With emerging New Science, novel modalities, and a renewed urgency to achieve faster time-to-market, biopharma research and development (R&D) has an opportunity to bring down the total spend for drug discovery and development from billions to millions, with a more fluid organizational blueprint and pipeline process.
First, let’s look at R&D organizational design. Our study shows low variability across the six core dimensions among biopharma R&D organizations. This illustrates an aversion to bold experimentation in favor of minimal change through incremental improvements. While this approach makes sense in terms of risk management and business continuity, it limits the benefits we can realize from high-impact change, and it is not sufficient to sustain R&D investment levels while delivering therapeutic innovation and enabling New Science to scale.
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Second, although each R&D organization is different in scale and strategic priorities, we can still define an overall organizational paradigm for biopharma, the ‘Liquid Pipeline Progression Model,’ which includes:
- Independent and decentralized asset teams: Purpose, mandates, setup, and interactions for drug discovery and development are fundamentally redefined towards more autonomous asset teams.
- Fit-for-purpose development pathways: Interdisciplinary asset teams are fully empowered, equipped, and incentivized to win their individual race to market by choosing fit-for-purpose pathways from bench to bedside.
- Expertise and partnership networks: Asset teams pick and choose discovery, translational, development, and submission services from specialized internal service units as well as from an ecosystem of external partners and service providers.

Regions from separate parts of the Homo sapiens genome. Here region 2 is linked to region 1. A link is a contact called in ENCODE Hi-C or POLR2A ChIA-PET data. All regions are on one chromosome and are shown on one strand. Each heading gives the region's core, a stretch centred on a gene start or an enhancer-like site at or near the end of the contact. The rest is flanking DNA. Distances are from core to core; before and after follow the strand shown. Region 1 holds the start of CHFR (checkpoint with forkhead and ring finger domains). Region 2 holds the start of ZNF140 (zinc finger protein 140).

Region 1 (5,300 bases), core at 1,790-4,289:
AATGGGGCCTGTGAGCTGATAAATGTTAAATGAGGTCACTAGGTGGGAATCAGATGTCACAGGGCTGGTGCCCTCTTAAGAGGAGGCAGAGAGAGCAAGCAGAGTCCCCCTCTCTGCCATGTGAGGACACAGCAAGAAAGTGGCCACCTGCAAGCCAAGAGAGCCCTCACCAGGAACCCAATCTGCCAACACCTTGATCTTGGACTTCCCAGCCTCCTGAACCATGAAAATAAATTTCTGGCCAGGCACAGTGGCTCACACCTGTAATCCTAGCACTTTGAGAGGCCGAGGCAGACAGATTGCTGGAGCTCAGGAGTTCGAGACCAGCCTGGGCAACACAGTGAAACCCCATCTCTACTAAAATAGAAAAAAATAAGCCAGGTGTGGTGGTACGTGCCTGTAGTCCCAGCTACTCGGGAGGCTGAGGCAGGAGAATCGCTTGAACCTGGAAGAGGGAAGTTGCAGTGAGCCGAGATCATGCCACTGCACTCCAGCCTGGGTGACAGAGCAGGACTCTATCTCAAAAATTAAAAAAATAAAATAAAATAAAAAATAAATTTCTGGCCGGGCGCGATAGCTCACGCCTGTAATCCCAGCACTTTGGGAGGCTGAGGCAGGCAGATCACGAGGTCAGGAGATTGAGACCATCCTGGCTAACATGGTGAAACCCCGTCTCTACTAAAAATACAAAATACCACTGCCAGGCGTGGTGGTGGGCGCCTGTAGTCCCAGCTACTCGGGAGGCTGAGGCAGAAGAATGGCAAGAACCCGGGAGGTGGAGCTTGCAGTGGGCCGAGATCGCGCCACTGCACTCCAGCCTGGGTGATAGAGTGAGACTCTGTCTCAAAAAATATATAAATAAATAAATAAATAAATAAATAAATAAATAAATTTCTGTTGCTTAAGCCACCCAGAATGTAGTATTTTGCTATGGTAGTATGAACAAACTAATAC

- Shared learnings and data-driven decision-making: An end-to-end management layer across assets and therapeutic areas drives data-driven portfolio decisions and shares insights across the pipeline via integrated lessons learned, and shared data supports definition of standard pathways based on asset characteristics.
This model shifts power to asset teams, which operate like Product Management Units (PMUs) across all R&D phases. We see these functioning as incubators with a venture capital style of funding and greater accountability for results.
This isn’t entirely new. Specific pieces of the model have already been utilized over the last twenty years. For example, a top-10 European-based pharma company implemented a version of this in the early 2000s starting with Centers for Drug Discovery, and later adding Drug Performance Units and Medical Centers for Phase I-IV development. They also used a venture capital model of competition for budgets on a 3-year cycle instead of the traditional annual budget cycle.
The innovation potential is realized when applying the model end-to-end across the full R&D value chain. Leaders should focus on designing and implementing change across the organization, from real-time portfolio prioritization supported by an R&D data fabric to adaptive workforce models with talent pools that are both internal and external.
Rather than a “big bang” approach, companies can carve out a piece of their pipeline to adopt the new R&D model characteristics as a pilot. Learnings can then be applied to other components of the pipeline in systematic, incremental steps – each continuously refining the overall model, making it better every time. Areas with novel modalities such as Cell & Gene Therapy are primary candidates for a first wave of implementation.
Biopharma leadership is entering a prime time for dramatic change to the R&D landscape, and a new organizational model is available to expedite the discovery, development, and launch of treatments and recognize opportunities for financial improvement.